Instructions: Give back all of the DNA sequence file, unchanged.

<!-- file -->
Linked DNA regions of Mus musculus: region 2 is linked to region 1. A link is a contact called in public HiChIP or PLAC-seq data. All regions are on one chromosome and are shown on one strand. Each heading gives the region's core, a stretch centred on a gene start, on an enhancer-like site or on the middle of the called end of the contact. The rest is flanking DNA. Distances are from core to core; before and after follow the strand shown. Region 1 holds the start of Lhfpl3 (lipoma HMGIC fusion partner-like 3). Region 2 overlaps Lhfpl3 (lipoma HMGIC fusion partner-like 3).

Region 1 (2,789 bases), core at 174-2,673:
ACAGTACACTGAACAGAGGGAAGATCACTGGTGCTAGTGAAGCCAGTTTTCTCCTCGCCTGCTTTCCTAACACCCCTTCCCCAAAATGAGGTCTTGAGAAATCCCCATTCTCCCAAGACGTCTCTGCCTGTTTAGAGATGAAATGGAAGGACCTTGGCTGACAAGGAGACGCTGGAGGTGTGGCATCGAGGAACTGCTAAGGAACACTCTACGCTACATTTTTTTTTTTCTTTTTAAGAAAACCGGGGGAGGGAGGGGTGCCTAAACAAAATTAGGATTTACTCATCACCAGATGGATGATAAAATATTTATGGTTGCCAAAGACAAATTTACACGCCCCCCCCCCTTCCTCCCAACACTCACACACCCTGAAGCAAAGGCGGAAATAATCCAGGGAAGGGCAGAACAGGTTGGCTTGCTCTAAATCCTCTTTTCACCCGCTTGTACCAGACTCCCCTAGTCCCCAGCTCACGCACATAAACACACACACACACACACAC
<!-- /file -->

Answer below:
Linked DNA regions of Mus musculus: region 2 is linked to region 1. A link is a contact called in public HiChIP or PLAC-seq data. All regions are on one chromosome and are shown on one strand. Each heading gives the region's core, a stretch centred on a gene start, on an enhancer-like site or on the middle of the called end of the contact. The rest is flanking DNA. Distances are from core to core; before and after follow the strand shown. Region 1 holds the start of Lhfpl3 (lipoma HMGIC fusion partner-like 3). Region 2 overlaps Lhfpl3 (lipoma HMGIC fusion partner-like 3).

Region 1 (2,789 bases), core at 174-2,673:
ACAGTACACTGAACAGAGGGAAGATCACTGGTGCTAGTGAAGCCAGTTTTCTCCTCGCCTGCTTTCCTAACACCCCTTCCCCAAAATGAGGTCTTGAGAAATCCCCATTCTCCCAAGACGTCTCTGCCTGTTTAGAGATGAAATGGAAGGACCTTGGCTGACAAGGAGACGCTGGAGGTGTGGCATCGAGGAACTGCTAAGGAACACTCTACGCTACATTTTTTTTTTTCTTTTTAAGAAAACCGGGGGAGGGAGGGGTGCCTAAACAAAATTAGGATTTACTCATCACCAGATGGATGATAAAATATTTATGGTTGCCAAAGACAAATTTACACGCCCCCCCCCCTTCCTCCCAACACTCACACACCCTGAAGCAAAGGCGGAAATAATCCAGGGAAGGGCAGAACAGGTTGGCTTGCTCTAAATCCTCTTTTCACCCGCTTGTACCAGACTCCCCTAGTCCCCAGCTCACGCACATAAACACACACACACACACACAC